5 May 2011: Screening of Jean-Luc Godard and Anne-Marie Mieville’s film Ici et Ailleurs and discussion on Hito Steyerl’s “The Articulation of Protest” and Simon Sheikh’s “Positively Protest Aesthetics Revisited” at Dynamo Project Space
One of the on-going discussions that we have been having for the past 3 years as part of Société Anonyme (and previously Art Night) has focused on the various demonstration movements in Greece since December 2008 (the initiative was founded that fall), and how as members of the art community we might position ourselves in relation to these movements, and articulate protest. This on-going concern has stemmed in part from the local media’s observation of artists’ and intellectuals’ notable absence from the front picketing lines for the first time in the country’s modern history. Given the recent uprisings around the Mediterranean and the contested economic measures in Greece, we chose to take a closer look at artist and filmmaker Hito Steyerl’s text “The Articulation of Protest” (2002) along with Simon Sheikh’s article “Positively Protest Aesthetics Revisited” (2010), which reconsiders Steyerl’s significant essay. In order to further examine Steyerel’s text, we also organized a screening of Jean-Luc Godard and Anne-Marie Mieville’s film “Ici et Ailleurs” (1975), on which the article is based, with the kind help and support of Dynamo Project Space. Continue reading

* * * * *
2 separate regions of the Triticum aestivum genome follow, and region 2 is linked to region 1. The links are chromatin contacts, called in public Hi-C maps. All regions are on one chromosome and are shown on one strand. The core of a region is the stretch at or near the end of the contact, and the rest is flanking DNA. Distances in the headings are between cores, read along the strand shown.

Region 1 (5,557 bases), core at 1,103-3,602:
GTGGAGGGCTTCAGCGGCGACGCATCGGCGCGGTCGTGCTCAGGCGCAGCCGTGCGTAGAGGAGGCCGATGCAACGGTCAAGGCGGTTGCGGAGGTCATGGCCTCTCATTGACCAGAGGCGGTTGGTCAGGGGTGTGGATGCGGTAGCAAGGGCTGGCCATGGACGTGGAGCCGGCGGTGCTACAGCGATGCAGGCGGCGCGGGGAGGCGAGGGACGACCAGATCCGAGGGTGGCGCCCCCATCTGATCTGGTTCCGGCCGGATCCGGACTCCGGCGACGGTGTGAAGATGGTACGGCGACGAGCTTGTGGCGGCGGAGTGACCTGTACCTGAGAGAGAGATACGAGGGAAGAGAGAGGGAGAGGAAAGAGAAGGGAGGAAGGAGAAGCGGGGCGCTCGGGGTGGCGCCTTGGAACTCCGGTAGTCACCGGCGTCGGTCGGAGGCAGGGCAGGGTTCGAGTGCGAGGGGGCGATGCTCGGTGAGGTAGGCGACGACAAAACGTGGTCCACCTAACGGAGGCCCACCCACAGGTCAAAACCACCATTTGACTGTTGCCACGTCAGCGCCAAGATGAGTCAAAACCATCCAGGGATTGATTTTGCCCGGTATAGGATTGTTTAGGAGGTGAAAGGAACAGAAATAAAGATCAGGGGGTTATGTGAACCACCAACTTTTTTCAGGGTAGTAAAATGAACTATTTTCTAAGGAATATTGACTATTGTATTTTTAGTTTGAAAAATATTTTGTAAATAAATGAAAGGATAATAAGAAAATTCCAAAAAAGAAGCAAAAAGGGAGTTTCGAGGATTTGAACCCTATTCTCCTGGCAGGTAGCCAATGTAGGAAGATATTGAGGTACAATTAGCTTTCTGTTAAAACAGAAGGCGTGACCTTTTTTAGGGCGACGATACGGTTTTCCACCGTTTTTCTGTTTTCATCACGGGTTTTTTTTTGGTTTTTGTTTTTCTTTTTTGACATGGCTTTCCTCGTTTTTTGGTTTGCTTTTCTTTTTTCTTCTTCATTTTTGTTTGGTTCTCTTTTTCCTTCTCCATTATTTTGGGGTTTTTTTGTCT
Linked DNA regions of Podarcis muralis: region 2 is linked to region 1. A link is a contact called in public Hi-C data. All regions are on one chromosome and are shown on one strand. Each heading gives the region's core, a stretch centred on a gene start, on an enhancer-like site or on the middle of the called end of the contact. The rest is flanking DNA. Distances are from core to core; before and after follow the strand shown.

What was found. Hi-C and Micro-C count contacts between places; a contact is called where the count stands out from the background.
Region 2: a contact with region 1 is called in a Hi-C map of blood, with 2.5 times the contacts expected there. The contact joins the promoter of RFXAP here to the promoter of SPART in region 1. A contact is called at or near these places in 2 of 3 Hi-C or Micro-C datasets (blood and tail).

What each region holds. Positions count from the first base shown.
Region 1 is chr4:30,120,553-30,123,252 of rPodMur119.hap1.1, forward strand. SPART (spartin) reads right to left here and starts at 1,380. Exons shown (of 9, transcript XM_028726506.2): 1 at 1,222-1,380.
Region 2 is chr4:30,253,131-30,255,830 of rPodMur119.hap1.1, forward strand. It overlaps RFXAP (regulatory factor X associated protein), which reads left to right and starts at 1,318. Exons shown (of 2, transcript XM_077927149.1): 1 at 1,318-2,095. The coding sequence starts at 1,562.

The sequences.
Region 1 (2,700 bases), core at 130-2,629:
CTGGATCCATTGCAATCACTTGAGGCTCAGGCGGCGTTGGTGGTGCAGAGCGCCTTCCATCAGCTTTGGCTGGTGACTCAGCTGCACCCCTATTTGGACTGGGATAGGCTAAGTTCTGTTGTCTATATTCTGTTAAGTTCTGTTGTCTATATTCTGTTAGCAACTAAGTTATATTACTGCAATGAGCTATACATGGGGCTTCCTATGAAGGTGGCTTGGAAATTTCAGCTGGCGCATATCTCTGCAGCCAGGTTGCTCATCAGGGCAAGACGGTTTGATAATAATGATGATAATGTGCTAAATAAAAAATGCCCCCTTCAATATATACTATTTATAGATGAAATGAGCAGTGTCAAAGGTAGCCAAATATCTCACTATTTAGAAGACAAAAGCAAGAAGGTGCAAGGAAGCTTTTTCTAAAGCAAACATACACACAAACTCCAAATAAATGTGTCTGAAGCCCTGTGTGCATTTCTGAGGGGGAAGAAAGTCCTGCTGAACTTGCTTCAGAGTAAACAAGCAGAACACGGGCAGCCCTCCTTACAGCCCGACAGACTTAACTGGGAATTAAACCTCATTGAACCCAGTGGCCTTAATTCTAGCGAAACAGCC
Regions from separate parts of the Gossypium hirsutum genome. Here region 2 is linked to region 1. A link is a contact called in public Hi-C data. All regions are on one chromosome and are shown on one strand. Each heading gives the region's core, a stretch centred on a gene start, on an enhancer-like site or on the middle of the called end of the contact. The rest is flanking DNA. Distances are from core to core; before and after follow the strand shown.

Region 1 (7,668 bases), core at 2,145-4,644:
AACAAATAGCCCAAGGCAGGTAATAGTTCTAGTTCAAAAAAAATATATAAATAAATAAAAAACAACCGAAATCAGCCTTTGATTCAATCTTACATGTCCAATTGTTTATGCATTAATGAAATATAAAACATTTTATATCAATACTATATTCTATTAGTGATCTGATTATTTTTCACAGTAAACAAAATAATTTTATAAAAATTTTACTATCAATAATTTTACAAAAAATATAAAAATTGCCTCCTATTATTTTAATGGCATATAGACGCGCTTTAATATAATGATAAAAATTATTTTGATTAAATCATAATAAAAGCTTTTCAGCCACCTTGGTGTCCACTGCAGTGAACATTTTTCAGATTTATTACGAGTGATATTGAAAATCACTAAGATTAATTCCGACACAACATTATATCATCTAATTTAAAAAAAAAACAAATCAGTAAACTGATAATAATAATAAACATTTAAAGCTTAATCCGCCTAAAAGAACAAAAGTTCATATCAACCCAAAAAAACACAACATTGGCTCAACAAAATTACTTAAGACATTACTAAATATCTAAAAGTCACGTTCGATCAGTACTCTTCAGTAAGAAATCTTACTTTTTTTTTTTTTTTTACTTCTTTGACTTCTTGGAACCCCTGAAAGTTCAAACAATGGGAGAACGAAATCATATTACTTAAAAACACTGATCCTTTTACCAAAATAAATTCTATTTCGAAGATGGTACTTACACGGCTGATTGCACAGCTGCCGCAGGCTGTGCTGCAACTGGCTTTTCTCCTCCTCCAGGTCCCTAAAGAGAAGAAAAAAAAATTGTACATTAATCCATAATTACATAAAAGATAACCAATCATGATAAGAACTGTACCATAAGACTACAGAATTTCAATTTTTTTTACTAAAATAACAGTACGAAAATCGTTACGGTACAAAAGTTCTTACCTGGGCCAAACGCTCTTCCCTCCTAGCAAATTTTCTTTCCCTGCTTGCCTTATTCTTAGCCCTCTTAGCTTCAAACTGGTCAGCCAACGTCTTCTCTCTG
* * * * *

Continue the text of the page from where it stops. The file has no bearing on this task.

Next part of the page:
21 April 2011: Discussion on art and money at Cinque Terre
We selected three articles from the 24th issue of e-flux journal (a great online resource for anyone interested in art & culture), all three of them separately interesting, but also focusing on relevant and current –seen from the perspective of the crisis in Greece and Europe– themes: money, art, distribution of knowledge, collective action. The articles were: Boris Groys: “Art & Money”, Precarious Workers Brigade: “Fragments Toward an Understanding of a Week that Changed Everything…”and Franco Berardi Bifo: “I Want to Think: POST-U”.
As one would anticipate, the topic that monopolized the conversation was art & money, setting off from the main points touched by Boris Groys, who divides the different aspects of the relationship between art and money into two bulk categories: a. the exchange value of an art work (art as commodity); b. the phenomenon of large-scale exhibitions (biennials, triennials, Documenta, Manifesta, art fairs), through which the art exhibition turns into an event for the general public not interested in buying art, and for the realization of which public or private funding is necessary. Groys focuses on this second category, mainly referring to installation art, which is hard to circulate and therefore might cease to exist without exhibitions –since art comes into being only when it is exhibited. He then turns the discussion to whether contemporary (installation) art is “elitist” and to the quality of this “elite”: is it the financial elite? or is it the artists themselves? Continue reading